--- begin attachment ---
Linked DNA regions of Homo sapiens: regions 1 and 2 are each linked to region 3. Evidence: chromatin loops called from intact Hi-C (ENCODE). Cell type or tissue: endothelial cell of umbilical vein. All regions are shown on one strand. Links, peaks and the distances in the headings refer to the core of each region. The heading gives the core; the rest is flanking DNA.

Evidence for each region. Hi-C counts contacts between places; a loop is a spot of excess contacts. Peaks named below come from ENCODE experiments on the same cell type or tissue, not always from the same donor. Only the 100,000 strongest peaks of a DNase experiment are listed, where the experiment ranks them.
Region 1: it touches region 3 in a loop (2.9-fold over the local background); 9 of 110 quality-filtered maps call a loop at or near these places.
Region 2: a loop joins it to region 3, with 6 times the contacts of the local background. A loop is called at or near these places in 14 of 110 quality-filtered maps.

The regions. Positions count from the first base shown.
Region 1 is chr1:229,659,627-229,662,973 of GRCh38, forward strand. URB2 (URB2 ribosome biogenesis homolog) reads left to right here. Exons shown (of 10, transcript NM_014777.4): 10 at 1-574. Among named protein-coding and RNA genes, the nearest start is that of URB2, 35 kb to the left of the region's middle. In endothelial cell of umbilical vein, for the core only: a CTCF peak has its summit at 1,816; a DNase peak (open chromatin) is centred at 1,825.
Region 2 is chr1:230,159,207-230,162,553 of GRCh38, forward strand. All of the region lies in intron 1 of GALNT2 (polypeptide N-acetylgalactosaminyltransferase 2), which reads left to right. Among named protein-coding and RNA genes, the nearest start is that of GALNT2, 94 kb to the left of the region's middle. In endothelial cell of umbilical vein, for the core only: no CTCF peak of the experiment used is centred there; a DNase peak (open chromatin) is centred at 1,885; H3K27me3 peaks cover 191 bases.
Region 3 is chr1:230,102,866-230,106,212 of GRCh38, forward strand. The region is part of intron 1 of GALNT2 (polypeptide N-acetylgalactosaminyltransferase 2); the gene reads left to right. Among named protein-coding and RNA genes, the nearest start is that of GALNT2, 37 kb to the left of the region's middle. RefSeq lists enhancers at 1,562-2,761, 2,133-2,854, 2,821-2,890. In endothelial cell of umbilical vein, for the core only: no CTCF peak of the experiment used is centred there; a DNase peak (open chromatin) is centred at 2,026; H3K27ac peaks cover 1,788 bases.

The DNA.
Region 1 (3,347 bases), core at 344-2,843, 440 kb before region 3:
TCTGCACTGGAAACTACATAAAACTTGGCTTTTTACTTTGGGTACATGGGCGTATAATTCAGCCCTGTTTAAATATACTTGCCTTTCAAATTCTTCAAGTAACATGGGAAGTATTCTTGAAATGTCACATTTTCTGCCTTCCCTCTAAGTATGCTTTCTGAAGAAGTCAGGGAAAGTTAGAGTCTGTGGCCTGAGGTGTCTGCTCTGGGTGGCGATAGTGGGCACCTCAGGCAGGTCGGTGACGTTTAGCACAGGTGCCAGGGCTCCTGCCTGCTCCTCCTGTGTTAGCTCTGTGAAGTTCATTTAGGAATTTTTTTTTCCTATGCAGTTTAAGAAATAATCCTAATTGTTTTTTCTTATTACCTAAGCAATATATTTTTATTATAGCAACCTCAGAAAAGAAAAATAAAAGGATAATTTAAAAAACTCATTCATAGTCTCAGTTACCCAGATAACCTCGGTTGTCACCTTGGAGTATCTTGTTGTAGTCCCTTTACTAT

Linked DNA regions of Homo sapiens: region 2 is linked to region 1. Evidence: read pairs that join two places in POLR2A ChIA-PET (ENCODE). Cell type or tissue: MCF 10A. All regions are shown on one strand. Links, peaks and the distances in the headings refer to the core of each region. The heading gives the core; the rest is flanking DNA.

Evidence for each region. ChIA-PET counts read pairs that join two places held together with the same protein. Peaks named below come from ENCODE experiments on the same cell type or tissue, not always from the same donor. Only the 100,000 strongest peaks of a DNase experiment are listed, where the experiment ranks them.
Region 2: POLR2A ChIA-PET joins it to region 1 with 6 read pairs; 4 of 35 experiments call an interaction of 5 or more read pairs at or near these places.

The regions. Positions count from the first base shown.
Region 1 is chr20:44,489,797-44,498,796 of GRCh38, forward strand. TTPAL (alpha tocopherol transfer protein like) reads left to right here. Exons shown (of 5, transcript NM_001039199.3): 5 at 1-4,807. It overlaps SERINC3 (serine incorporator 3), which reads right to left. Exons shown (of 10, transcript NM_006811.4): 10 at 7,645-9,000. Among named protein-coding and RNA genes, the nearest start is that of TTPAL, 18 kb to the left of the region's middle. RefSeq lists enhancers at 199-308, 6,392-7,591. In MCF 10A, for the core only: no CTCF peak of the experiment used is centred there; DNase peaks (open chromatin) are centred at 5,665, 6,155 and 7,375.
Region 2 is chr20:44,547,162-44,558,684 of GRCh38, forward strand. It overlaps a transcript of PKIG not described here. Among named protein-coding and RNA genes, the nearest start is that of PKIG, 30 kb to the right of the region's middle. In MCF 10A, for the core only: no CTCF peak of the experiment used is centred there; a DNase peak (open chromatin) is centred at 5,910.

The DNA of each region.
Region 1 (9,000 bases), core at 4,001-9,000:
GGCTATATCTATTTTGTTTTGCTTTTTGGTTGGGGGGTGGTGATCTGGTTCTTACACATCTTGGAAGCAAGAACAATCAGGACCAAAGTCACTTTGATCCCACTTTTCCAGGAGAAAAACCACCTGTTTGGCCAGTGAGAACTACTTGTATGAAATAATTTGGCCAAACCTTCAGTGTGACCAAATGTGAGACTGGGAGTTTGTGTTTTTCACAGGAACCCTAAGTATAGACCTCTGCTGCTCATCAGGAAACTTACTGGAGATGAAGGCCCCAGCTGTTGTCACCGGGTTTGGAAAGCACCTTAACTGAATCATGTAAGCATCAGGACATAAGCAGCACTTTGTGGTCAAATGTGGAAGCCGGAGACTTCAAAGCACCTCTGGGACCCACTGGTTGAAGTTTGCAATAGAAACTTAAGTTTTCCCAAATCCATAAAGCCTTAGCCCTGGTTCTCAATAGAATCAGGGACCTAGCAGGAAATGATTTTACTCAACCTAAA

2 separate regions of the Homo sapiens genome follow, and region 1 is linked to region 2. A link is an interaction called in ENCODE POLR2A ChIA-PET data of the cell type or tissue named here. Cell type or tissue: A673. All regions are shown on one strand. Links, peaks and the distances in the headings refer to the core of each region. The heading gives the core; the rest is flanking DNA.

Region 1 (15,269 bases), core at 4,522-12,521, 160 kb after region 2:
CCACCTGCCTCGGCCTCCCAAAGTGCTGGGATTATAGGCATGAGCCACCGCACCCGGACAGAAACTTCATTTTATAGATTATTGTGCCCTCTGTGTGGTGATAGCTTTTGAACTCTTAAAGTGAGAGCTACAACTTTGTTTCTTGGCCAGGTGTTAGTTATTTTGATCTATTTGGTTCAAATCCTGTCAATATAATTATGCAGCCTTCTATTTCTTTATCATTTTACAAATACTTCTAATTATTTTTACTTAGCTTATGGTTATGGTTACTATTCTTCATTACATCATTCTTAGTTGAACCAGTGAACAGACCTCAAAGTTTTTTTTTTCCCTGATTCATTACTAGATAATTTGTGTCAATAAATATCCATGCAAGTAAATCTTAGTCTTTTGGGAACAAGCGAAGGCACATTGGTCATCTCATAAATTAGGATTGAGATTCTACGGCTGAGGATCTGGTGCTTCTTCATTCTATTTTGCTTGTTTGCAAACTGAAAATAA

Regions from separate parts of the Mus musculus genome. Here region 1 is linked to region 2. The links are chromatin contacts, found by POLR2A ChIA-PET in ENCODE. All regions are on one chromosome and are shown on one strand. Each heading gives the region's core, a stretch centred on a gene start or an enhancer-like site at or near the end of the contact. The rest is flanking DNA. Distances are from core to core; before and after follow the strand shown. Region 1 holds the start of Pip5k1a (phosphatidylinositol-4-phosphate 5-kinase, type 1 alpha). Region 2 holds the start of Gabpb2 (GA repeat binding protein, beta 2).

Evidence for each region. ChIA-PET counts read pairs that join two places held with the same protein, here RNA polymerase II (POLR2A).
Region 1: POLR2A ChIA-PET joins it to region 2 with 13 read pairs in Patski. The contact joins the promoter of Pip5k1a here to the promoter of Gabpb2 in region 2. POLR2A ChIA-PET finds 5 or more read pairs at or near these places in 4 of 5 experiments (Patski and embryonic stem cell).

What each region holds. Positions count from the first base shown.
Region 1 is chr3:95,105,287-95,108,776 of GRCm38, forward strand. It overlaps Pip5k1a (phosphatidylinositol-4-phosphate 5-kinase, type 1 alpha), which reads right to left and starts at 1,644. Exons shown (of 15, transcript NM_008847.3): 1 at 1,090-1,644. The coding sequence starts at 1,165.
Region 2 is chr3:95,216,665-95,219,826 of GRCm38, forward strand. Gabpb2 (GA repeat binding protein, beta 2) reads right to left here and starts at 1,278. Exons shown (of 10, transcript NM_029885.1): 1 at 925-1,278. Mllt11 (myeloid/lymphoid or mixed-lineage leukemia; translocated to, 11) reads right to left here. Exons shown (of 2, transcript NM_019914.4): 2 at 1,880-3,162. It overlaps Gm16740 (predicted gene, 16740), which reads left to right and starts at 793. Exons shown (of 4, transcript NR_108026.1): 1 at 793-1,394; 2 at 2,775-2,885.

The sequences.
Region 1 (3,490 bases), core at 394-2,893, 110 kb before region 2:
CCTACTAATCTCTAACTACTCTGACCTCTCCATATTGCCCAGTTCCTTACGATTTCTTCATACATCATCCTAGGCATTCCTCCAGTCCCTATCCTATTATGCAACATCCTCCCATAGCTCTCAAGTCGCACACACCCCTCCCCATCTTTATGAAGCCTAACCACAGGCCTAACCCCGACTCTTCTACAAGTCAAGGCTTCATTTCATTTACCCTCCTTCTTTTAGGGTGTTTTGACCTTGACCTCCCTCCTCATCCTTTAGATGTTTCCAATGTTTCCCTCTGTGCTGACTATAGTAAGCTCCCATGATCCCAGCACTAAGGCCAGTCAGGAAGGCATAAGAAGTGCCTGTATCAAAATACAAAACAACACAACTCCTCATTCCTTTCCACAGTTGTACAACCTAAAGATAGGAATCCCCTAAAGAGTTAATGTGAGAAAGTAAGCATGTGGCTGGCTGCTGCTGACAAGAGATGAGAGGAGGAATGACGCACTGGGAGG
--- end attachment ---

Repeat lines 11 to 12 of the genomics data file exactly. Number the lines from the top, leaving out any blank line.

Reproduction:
TCTGCACTGGAAACTACATAAAACTTGGCTTTTTACTTTGGGTACATGGGCGTATAATTCAGCCCTGTTTAAATATACTTGCCTTTCAAATTCTTCAAGTAACATGGGAAGTATTCTTGAAATGTCACATTTTCTGCCTTCCCTCTAAGTATGCTTTCTGAAGAAGTCAGGGAAAGTTAGAGTCTGTGGCCTGAGGTGTCTGCTCTGGGTGGCGATAGTGGGCACCTCAGGCAGGTCGGTGACGTTTAGCACAGGTGCCAGGGCTCCTGCCTGCTCCTCCTGTGTTAGCTCTGTGAAGTTCATTTAGGAATTTTTTTTTCCTATGCAGTTTAAGAAATAATCCTAATTGTTTTTTCTTATTACCTAAGCAATATATTTTTATTATAGCAACCTCAGAAAAGAAAAATAAAAGGATAATTTAAAAAACTCATTCATAGTCTCAGTTACCCAGATAACCTCGGTTGTCACCTTGGAGTATCTTGTTGTAGTCCCTTTACTAT

Linked DNA regions of Homo sapiens: region 2 is linked to region 1. Evidence: read pairs that join two places in POLR2A ChIA-PET (ENCODE). Cell type or tissue: MCF 10A. All regions are shown on one strand. Links, peaks and the distances in the headings refer to the core of each region. The heading gives the core; the rest is flanking DNA.